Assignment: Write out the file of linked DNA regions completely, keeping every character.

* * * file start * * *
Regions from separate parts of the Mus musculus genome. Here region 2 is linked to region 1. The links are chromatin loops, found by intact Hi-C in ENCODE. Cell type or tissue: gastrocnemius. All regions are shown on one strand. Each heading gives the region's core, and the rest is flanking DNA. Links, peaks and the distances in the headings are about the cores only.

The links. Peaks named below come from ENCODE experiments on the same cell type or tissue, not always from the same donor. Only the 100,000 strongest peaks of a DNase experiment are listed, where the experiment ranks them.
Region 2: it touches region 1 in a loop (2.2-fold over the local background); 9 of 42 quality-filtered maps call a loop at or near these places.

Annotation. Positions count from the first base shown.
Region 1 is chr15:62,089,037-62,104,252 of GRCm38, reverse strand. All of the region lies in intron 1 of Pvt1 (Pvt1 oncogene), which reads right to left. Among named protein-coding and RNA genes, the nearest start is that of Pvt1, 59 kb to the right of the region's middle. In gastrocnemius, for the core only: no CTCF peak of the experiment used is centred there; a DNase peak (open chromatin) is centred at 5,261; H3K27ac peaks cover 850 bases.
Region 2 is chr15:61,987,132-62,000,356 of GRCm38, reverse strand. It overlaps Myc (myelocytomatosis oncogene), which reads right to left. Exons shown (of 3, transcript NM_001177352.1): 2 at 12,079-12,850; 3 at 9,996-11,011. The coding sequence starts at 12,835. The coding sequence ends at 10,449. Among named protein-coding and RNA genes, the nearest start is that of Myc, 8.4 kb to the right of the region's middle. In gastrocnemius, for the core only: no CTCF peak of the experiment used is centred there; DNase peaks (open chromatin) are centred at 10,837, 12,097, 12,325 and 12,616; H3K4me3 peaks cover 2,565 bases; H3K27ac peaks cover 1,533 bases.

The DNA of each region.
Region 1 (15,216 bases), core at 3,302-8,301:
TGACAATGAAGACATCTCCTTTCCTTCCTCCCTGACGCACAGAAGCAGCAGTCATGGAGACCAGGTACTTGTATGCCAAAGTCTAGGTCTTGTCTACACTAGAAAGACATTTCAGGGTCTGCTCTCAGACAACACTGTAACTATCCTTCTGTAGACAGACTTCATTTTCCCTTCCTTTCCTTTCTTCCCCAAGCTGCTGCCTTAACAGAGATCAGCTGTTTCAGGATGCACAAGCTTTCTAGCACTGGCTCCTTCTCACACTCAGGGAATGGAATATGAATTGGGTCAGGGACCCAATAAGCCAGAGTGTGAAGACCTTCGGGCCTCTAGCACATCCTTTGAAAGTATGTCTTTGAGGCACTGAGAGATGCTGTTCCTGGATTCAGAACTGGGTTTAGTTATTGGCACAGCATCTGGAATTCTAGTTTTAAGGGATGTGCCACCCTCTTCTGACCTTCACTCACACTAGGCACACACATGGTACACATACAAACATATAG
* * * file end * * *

Regions from separate parts of the Mus musculus genome. Here region 2 is linked to region 1. The links are chromatin loops, found by intact Hi-C in ENCODE. Cell type or tissue: gastrocnemius. All regions are shown on one strand. Each heading gives the region's core, and the rest is flanking DNA. Links, peaks and the distances in the headings are about the cores only.

The links. Peaks named below come from ENCODE experiments on the same cell type or tissue, not always from the same donor. Only the 100,000 strongest peaks of a DNase experiment are listed, where the experiment ranks them.
Region 2: it touches region 1 in a loop (2.2-fold over the local background); 9 of 42 quality-filtered maps call a loop at or near these places.

Annotation. Positions count from the first base shown.
Region 1 is chr15:62,089,037-62,104,252 of GRCm38, reverse strand. All of the region lies in intron 1 of Pvt1 (Pvt1 oncogene), which reads right to left. Among named protein-coding and RNA genes, the nearest start is that of Pvt1, 59 kb to the right of the region's middle. In gastrocnemius, for the core only: no CTCF peak of the experiment used is centred there; a DNase peak (open chromatin) is centred at 5,261; H3K27ac peaks cover 850 bases.
Region 2 is chr15:61,987,132-62,000,356 of GRCm38, reverse strand. It overlaps Myc (myelocytomatosis oncogene), which reads right to left. Exons shown (of 3, transcript NM_001177352.1): 2 at 12,079-12,850; 3 at 9,996-11,011. The coding sequence starts at 12,835. The coding sequence ends at 10,449. Among named protein-coding and RNA genes, the nearest start is that of Myc, 8.4 kb to the right of the region's middle. In gastrocnemius, for the core only: no CTCF peak of the experiment used is centred there; DNase peaks (open chromatin) are centred at 10,837, 12,097, 12,325 and 12,616; H3K4me3 peaks cover 2,565 bases; H3K27ac peaks cover 1,533 bases.

The DNA of each region.
Region 1 (15,216 bases), core at 3,302-8,301:
TGACAATGAAGACATCTCCTTTCCTTCCTCCCTGACGCACAGAAGCAGCAGTCATGGAGACCAGGTACTTGTATGCCAAAGTCTAGGTCTTGTCTACACTAGAAAGACATTTCAGGGTCTGCTCTCAGACAACACTGTAACTATCCTTCTGTAGACAGACTTCATTTTCCCTTCCTTTCCTTTCTTCCCCAAGCTGCTGCCTTAACAGAGATCAGCTGTTTCAGGATGCACAAGCTTTCTAGCACTGGCTCCTTCTCACACTCAGGGAATGGAATATGAATTGGGTCAGGGACCCAATAAGCCAGAGTGTGAAGACCTTCGGGCCTCTAGCACATCCTTTGAAAGTATGTCTTTGAGGCACTGAGAGATGCTGTTCCTGGATTCAGAACTGGGTTTAGTTATTGGCACAGCATCTGGAATTCTAGTTTTAAGGGATGTGCCACCCTCTTCTGACCTTCACTCACACTAGGCACACACATGGTACACATACAAACATATAG